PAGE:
Transformative justice addresses not only the specific conflict between victim and offenders, but also the plethora of social issues that come to bare on that conflict.  For instance, a 14 year old boy, who is from a poor neighborhood and identifies as queer, robs a store at 2:00 a.m.  Transformative justice not only looks at the crime of burglary, but also why the boy committed the act.  Was the boy kicked out of his home from a parent who was homophobic? Was the boy needing money for food, clothes, or a place to stay?  Was he trying to get money to help his younger sister who is also homeless?  These questions are addressed in order to understand the whole context, which, unfortunately, involves a great deal of injustice.  Our society oppresses and marginalizes those who are poor and queer.  Consequently, there are two victims within this scenario—the store owner who was robbed, and the 14 year old boy is a victim of wider systemic injustice.  This is a clear example of how the systems approach of transformative justice breaks down common barriers between victim and offender, creates a much wider understanding of abuse and violence, and tries to bring everyone together in a transformative relationship.

Social justice activists often identify the oppressor as the enemy.  While this is understandable, transformative justice actually challenges this perspective: no one is an enemy; instead, everyone needs to be involved in a voluntary, safe, constructive, and critical dialogue about accountability, responsibility, and the initiative to heal.  This means that both activists and oppressors, as well as law enforcement, lawyers, judges, prisoners, community members, teachers, students, politicians, spiritual leaders, and others, must come together.  It is for this reason that we should be willing to work with a diversity of people in our push for a better world. Transformative justice looks for the good in others while also acknowledging the complex systems that we all live within.

Below are ten general principles of transformative justice.  The hope is that these help crystalize all that has been said thus far.

  1. Transformative Justice stresses that notion that the current criminal justice system in the U.S. separates the victim and the offender, which re-victimizes the victim and changes the offender into a victim of the state.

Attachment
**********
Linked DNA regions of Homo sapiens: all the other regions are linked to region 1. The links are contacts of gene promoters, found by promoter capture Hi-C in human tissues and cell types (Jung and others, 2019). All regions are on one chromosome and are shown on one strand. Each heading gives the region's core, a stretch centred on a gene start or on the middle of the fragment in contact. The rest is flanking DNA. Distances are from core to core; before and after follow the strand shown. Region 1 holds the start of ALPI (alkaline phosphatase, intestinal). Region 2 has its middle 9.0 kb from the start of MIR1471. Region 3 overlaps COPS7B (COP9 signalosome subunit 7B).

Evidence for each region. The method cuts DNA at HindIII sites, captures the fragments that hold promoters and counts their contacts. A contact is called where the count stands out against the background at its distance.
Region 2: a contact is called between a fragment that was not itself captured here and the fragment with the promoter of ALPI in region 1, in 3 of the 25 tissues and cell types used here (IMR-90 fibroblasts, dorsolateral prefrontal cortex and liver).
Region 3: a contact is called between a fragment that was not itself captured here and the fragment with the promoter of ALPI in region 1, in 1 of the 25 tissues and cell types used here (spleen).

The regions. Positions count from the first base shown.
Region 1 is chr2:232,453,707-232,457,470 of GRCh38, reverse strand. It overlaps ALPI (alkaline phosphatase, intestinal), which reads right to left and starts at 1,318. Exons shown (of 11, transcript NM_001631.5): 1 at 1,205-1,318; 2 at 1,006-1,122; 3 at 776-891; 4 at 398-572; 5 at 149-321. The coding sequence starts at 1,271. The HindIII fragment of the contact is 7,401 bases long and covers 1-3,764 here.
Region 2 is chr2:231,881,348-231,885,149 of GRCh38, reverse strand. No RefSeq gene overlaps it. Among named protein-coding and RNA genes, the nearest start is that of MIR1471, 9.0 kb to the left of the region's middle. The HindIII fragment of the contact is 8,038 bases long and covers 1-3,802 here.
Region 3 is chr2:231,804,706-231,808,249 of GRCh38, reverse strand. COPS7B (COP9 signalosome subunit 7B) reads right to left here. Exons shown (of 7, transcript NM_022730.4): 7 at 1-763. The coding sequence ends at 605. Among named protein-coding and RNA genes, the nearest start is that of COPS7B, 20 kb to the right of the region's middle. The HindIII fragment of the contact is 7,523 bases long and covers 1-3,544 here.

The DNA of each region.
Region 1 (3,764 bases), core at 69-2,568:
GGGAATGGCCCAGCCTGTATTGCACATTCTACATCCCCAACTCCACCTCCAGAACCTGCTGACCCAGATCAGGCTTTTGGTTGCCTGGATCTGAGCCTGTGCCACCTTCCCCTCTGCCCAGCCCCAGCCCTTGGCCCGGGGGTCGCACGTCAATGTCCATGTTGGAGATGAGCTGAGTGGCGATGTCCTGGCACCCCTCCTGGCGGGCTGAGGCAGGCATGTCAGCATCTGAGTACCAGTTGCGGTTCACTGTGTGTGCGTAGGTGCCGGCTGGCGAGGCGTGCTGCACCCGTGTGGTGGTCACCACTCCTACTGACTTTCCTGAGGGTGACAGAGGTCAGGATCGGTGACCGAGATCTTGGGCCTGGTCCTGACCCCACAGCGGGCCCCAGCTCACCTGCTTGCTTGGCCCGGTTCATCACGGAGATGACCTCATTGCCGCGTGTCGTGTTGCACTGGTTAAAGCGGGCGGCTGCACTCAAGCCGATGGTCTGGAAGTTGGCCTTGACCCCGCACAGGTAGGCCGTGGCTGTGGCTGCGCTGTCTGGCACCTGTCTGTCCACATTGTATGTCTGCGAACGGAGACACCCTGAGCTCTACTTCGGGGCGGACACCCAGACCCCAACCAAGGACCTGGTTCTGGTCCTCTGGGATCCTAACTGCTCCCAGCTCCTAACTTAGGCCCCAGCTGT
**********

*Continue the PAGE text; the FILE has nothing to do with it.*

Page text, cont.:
2. Transformative Justice is based on prison abolition.
  3. Transformative Justice brings issues of identity back into the realm of justice by addressing socio-political injustices toward women, people of color, gays, lesbians, trans and queer, poor, immigrants, people with disabilities, and other oppressed and marginalized groups.
  4. Transformative Justice believes that “crime” is framed by the state and not by the community.
  5. Transformative Justice believes in de-institutionalization (empowering people, rather than institutions, to make decisions).
  6. Transformative Justice is against violence and punishment.
  7. Transformative Justice believes in the value of mediation, negotiation, and community to transform conflicts.
  8. Transformative Justice values conflict as an opportunity for growth, progress, and social justice.
  9. Transformative Justice identifies crime as conflict.  Consequently, social structures and the government are identified as potential offenders.
  10. Transformative Justice is for total liberation and the end of all systems of domination.

These ten principles are only a beginning.  They must be challenged, extended, critiqued, and redeveloped by fellow peace workers, penal abolitionists, social justice activists, and those from oppressed communities, especially those incarcerated.  Transformative justice is therefore open to revision and is adaptable to social changes.  The point is to open ourselves up to perpetual progress and justice.  (Nocella, 2013)